Archive - May 29, 2008 - Page
By JOHN FLOWERS
MIDDLEBURY — For four long months, hundreds of volunteers and investigators wielding state-of-the-art equipment had combed through Middlebury in an effort to find missing Middlebury College student Nicholas Garza.
That search came to a cathartic end in the Otter Creek in downtown Middlebury on Tuesday with the chance discovery of Garza’s body by the very man who had coordinated the massive search since the college freshman disappeared on campus during the evening of Feb. 5.
“There’s no feeling of exhilaration,” said Middlebury Police Chief Tom Hanley, who spotted Garza’s remains submerged within a mound of floating wood and other debris that had gathered on the Marble Works side of the Otter Creek, near the base of the falls.
“There’s no celebration here. This is a tragic story with a tragic ending.”
An autopsy performed at the Chief Medical Examiner’s Office in Burlington on Wednesday tentatively established that the remains were Garza’s, though a final determination could not be made until a comparison of dental records was completed. Police expected that to happen late Wednesday or early Thursday.
But a wallet found within clothing on the remains yielded Garza’s ID, leaving authorities little doubt that the long search for Nick had ended with the anticipated but dreaded results.
The discovery ended a longsuffering vigil for the Garza family, including Nick’s mother, Natalie, and his younger brother, Damon, who had relocated to Middlebury from their native Albuquerque, N.M., to monitor, and participate in, the search.
By ANDY KIRKALDY
FERRISBURGH — Late last week painters were coloring the walls on the lower level of the new Grange Hall that will soon serve as Ferrisburgh’s town office building and a community meeting center, while upstairs workers sanded new maple flooring in preparation for finish coating.
Their efforts were sure signs that the roughly $2.8 million project — a historically accurate replica of the 137-year-old Grange Hall that burned in 2005, plus a one-story addition — is nearing completion.
And not only that, said Ferrisburgh resident Silas Towler, who has worked with general contractor Bread Loaf Corp. on the town’s behalf during the project’s planning and construction stages, the long-awaited effort will almost certainly come in on time and on budget.
Towler said there are always things that can go wrong, even at this late date, and construction of the building’s bell tower still lagged behind other elements. But he fully expects residents to view a finished product on June 21, when an open house has been scheduled from 10 a.m. until 4 p.m.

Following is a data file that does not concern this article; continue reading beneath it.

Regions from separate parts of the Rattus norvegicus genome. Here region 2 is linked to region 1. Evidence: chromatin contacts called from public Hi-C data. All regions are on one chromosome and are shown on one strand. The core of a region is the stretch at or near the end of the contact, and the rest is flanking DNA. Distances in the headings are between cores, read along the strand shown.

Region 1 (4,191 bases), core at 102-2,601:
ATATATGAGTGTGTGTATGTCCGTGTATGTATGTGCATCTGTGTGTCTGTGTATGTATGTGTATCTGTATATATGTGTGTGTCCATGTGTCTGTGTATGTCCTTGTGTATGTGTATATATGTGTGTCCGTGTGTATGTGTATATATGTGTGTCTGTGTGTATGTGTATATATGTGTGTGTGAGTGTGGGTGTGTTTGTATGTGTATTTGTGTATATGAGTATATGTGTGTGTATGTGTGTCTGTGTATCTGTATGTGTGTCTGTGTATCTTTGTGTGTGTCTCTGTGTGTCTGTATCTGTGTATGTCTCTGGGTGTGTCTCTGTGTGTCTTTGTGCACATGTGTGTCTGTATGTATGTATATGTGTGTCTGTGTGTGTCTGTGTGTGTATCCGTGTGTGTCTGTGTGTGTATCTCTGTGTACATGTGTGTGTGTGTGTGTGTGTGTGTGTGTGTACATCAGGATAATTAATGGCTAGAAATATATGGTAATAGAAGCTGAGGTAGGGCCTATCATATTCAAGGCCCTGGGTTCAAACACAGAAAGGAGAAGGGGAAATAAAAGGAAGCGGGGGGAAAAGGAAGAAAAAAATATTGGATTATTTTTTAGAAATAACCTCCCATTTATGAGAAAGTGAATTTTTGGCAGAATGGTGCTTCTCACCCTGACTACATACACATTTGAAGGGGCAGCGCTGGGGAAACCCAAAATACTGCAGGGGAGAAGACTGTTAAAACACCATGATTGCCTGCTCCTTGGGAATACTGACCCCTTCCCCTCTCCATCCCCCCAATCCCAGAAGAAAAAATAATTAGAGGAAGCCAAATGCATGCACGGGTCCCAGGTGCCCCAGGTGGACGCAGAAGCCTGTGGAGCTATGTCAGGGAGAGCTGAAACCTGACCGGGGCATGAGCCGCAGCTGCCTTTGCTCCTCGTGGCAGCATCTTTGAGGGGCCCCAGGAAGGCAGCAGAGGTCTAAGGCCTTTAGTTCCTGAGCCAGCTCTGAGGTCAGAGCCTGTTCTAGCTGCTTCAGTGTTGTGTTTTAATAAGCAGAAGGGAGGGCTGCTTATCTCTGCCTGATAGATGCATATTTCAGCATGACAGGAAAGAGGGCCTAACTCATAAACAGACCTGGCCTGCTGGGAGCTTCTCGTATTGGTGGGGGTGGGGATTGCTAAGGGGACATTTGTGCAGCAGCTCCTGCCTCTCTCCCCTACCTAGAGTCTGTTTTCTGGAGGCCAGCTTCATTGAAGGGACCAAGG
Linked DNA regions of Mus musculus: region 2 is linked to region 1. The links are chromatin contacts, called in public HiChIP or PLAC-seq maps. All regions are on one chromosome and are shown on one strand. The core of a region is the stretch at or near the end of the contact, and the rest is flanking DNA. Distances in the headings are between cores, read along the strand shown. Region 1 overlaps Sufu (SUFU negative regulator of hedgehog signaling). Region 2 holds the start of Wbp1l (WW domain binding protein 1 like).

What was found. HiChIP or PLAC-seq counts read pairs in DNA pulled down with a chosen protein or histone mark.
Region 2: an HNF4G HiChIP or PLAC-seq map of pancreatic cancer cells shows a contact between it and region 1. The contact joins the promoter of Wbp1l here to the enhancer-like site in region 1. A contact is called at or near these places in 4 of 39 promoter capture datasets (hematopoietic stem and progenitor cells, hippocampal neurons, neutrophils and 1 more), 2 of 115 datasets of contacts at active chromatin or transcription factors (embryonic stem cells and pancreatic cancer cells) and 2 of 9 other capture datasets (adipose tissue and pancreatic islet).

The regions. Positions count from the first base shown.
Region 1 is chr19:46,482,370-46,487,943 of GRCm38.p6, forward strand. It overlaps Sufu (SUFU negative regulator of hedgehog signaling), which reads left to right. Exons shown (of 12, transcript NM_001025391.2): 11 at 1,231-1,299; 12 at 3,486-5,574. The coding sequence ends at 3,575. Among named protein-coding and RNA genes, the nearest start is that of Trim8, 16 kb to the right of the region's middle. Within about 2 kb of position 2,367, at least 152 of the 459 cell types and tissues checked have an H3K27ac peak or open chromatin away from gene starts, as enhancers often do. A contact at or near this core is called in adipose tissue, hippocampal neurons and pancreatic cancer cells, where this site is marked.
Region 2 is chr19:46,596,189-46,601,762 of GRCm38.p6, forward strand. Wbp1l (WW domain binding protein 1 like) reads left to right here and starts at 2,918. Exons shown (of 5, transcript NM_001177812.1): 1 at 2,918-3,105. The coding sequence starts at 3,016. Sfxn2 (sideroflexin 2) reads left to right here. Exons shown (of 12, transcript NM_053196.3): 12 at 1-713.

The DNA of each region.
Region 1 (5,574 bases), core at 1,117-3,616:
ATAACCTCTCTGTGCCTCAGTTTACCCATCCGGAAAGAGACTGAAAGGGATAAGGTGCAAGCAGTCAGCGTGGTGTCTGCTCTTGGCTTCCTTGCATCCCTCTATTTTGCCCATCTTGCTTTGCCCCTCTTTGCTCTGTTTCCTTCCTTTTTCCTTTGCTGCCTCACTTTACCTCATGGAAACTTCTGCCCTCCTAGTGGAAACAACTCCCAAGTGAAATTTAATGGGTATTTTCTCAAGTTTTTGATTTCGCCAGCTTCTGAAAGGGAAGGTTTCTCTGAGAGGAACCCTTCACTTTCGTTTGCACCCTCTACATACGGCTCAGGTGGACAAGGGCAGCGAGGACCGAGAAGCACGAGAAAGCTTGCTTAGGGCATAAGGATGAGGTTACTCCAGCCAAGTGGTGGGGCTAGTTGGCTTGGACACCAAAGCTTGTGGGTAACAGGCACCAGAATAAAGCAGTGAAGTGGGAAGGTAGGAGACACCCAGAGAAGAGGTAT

“I’m going to equivocate only because it ain’t over until it’s over,” Towler said.
About a month after that town-wide preview, Town Clerk Chet Hawkins and Assistant Town Clerk Pam Cousino will pack and head up the quarter-mile north along Route 7 from the existing clerk’s office — a roughly 800-square-foot former one-room schoolhouse — to their new digs, which will offer about 5,900 square feet above ground plus a 2,900-square-foot basement.
The ground-floor clerk’s office will also feature a meeting room adequate for about 50 people, as well as a much larger vault and two smaller separate offices, as well as one large work space roughly the size of the existing office building.
By JOHN FLOWERS
MIDDLEBURY — For two centuries, worshippers have climbed the stone steps at the southern, main entrance of the Congregational Church of Middlebury to attend services and meetings in one of the town’s most majestic and prominent buildings.
Worshippers are still climbing those steps today, albeit more gingerly. Some tough winters of aggressive freezes and thaws have conspired to erode the stone steps and the mortar that has held them together.
As a result, church leaders have cordoned off the most damaged section of the steps as they research a temporary fix. That will buy the church enough time to plan, and raise money for, replacement of the steps to ensure safe access to future generations of parishioners.
“We’re working to see what is the most economical, temporary thing we can do,” said Ron Rucker, chairman of the church’s board of trustees.
“We need to end up with something that water is not going to go into.”
Water — and salt — have been enemies to the Congregational Church’s steps through the years. Rucker noted the current steps were probably installed during the 1880s or 1890s when the church went through an architectural “Victorianization.”
While the building has admirably weathered Vermont winters, the steps haven’t. Rucker noted the steps are fashioned from two types of stone — a sturdy “Panton stone,” and a less durable variety referred to as “pudding stone.” Church officials during the 1950s covered the steps with a thin layer of slate so that worshipers would have a smooth surface on which to walk.
Alas, years of rain, salt applications and fluctuating temperatures have permeated the slate surface and eaten away at the stone and mortar.